About 8 months ago, I decided to build a dreamcatcher because I needed something to catch an old dream. I’ve had an addictive dream of a past lover that eventually became a destructive love nightmare for 6 years. His presence haunting my unconscious. Then, separately, I entered a magically energized moment in my life, full of possibility and momentum — which made the timeliness of building a dreamcatcher more pronounced. This is because dreamcatchers both catch negative dreams and allow positive dreams pass. Positivity, it’s said, knows how to navigate the web and eventually passes through the catcher and into the mind of the dreamer through droplets released by the ends of each feather. In my life, I’m in a powerful moment between haunted and moved. Now is the time for my dreamcatcher.
What else is a dreamcatcher? Dreamcatchers are filled with symbolism and intention. The circle shape represents unity bringing together night and day; conscious and unconscious, and positive and negative. Feathers represent the element Air (of which I am). Owl feathers represent wisdom, eagle feathers represent bravery. It is said that each time the feather stirs, a positive dream has passed. The placements of other decorative objects can represent directional elements, like cardinal directions of North, South, East, West. Colors represent Water, Earth, Mother Nature, Moon. And the tying of the web represents the intricacies of life, the repair work that life takes (like a spider weaving a web), and the symmetries we face across experiences.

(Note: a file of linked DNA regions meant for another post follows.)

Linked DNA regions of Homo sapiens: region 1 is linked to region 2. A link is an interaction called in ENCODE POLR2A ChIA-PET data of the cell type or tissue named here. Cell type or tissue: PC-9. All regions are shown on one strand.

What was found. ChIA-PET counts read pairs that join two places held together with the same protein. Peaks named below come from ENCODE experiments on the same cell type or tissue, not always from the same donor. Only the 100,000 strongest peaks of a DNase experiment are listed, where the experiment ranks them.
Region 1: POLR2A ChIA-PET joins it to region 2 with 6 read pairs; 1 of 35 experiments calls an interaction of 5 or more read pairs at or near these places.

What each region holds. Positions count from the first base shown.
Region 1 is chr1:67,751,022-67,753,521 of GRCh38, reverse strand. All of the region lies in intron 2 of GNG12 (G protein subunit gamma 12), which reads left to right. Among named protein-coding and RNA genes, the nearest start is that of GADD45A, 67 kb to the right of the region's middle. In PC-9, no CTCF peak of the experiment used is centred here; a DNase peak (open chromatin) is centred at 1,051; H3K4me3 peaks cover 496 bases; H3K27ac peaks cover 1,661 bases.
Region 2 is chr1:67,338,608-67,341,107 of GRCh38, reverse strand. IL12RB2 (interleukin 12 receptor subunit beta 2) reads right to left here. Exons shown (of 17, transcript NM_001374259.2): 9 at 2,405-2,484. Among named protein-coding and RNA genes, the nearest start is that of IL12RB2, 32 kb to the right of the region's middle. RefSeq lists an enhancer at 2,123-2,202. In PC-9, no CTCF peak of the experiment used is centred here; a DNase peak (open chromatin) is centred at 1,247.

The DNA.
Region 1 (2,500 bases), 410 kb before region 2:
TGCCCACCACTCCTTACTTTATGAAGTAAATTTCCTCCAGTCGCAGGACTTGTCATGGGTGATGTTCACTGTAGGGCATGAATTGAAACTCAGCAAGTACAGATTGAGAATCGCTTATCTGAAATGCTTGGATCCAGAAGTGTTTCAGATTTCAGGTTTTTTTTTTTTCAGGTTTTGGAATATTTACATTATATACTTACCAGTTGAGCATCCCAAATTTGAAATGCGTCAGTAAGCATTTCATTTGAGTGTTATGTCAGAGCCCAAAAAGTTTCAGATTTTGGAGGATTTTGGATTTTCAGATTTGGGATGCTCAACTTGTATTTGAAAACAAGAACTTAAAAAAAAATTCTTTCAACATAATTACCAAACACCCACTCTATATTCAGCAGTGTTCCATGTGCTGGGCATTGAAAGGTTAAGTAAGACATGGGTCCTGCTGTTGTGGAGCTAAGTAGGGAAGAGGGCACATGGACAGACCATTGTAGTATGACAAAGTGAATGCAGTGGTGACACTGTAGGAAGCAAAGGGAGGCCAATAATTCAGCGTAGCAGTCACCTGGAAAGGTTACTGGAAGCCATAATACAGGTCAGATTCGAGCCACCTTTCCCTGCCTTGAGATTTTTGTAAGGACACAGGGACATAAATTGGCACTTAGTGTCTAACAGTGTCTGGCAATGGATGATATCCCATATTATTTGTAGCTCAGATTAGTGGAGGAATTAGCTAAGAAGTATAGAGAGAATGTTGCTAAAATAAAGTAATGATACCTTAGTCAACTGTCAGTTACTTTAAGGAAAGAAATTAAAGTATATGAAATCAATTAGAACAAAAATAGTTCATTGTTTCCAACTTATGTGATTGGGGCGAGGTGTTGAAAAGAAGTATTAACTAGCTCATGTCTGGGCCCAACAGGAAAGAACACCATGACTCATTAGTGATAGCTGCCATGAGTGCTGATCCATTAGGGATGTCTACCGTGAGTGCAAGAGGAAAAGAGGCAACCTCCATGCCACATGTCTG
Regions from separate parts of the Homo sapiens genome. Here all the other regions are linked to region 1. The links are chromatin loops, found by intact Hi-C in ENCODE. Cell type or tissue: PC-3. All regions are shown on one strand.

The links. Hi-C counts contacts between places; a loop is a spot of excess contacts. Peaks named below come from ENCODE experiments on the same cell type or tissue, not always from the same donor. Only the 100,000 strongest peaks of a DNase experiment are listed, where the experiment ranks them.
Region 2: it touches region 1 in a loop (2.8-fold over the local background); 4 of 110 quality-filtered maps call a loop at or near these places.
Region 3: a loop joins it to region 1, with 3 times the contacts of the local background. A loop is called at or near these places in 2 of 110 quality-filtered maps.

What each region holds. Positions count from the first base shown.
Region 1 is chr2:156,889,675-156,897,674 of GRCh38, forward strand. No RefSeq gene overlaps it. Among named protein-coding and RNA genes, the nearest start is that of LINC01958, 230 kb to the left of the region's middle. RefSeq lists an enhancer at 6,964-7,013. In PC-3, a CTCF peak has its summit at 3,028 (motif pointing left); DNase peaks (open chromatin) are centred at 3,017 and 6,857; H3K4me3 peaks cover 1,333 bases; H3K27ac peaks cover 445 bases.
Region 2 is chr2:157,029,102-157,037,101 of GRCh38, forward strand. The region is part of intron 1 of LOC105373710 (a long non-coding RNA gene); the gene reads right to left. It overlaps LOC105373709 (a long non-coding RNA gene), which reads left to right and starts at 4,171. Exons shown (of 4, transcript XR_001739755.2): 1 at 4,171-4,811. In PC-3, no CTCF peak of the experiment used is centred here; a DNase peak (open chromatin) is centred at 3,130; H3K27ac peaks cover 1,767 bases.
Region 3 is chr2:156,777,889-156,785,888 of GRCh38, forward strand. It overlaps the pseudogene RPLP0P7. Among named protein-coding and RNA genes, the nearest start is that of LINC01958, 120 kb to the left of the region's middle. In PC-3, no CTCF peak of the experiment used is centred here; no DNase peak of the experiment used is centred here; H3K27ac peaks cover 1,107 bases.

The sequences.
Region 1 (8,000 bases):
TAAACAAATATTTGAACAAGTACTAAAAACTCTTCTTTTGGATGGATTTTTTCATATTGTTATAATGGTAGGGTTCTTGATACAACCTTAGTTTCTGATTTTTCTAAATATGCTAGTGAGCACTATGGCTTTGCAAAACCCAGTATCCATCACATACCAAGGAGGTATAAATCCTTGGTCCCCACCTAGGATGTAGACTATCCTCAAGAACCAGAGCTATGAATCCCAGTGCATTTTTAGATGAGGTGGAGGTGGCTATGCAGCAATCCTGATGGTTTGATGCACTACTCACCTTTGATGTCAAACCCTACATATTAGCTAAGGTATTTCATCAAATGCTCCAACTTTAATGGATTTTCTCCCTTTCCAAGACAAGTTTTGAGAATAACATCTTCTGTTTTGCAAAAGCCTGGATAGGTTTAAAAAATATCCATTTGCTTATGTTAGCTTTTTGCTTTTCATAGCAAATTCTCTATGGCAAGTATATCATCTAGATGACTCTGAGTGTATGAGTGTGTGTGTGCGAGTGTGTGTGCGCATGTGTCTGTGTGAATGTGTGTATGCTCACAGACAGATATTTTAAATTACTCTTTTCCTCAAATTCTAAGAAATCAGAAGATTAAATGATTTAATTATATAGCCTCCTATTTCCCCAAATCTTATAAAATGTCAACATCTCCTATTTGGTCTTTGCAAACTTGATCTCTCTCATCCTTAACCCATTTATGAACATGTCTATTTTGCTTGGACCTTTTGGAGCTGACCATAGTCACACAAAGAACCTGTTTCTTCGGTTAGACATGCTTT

Building off the traditional belief of the Ojibwa Chippewa tribe, I’ve chosen specific elements of unity that are important to me, including unities of consciousness and unconsciousness, intention and mishap; injury and healing; unlearned and learned; feminine and masculine. I put a special emphasis on the cardinal direction North which is a guiding star and compass for my passion of the outdoors and nature. Three feathered arms represent each of my lives: my Past life, my Present life, and my Future life. The Present life arm is made longest because it’s the most active communicator of dreams and guidance, today. The Past, on the left, is second longest because of its wealth of wisdom and learning. And the Future, on the right, is the shortest representing the potential to grow and change.
Wherever possible, my catcher is made with real elements from my world which I started collecting in January 2016. The hope here is to create a dreamcatcher that can authentically and accurately engage with me and my world. Materials include feathers I’ve collected from Washington, Colorado, and Massachusetts, each places I consider home. I’ve used beads recycled from jewelry from Colombia, France, and my grandmother’s collection. I built the hoop from repurposed tin wiring I found in a basement vintage shop in Boston.